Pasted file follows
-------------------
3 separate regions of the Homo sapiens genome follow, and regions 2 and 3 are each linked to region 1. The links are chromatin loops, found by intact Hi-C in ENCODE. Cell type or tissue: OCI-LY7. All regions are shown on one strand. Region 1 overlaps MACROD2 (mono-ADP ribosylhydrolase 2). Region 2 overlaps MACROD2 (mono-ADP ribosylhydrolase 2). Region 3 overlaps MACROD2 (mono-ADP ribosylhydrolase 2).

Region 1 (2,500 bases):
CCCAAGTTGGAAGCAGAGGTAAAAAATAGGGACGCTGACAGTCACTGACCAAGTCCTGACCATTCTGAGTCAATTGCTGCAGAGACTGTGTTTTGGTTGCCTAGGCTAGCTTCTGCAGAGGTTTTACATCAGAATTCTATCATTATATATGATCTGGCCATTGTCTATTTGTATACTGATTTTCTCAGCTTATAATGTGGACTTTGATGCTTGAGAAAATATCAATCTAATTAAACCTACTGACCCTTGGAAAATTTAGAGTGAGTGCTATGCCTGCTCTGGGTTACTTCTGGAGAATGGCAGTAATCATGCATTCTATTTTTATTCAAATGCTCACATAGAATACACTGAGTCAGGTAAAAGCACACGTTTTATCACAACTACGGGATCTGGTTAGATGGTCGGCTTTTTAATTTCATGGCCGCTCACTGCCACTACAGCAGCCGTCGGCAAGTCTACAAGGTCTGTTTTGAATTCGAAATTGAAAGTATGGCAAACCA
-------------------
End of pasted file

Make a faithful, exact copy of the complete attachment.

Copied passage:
3 separate regions of the Homo sapiens genome follow, and regions 2 and 3 are each linked to region 1. The links are chromatin loops, found by intact Hi-C in ENCODE. Cell type or tissue: OCI-LY7. All regions are shown on one strand. Region 1 overlaps MACROD2 (mono-ADP ribosylhydrolase 2). Region 2 overlaps MACROD2 (mono-ADP ribosylhydrolase 2). Region 3 overlaps MACROD2 (mono-ADP ribosylhydrolase 2).

Region 1 (2,500 bases):
CCCAAGTTGGAAGCAGAGGTAAAAAATAGGGACGCTGACAGTCACTGACCAAGTCCTGACCATTCTGAGTCAATTGCTGCAGAGACTGTGTTTTGGTTGCCTAGGCTAGCTTCTGCAGAGGTTTTACATCAGAATTCTATCATTATATATGATCTGGCCATTGTCTATTTGTATACTGATTTTCTCAGCTTATAATGTGGACTTTGATGCTTGAGAAAATATCAATCTAATTAAACCTACTGACCCTTGGAAAATTTAGAGTGAGTGCTATGCCTGCTCTGGGTTACTTCTGGAGAATGGCAGTAATCATGCATTCTATTTTTATTCAAATGCTCACATAGAATACACTGAGTCAGGTAAAAGCACACGTTTTATCACAACTACGGGATCTGGTTAGATGGTCGGCTTTTTAATTTCATGGCCGCTCACTGCCACTACAGCAGCCGTCGGCAAGTCTACAAGGTCTGTTTTGAATTCGAAATTGAAAGTATGGCAAACCA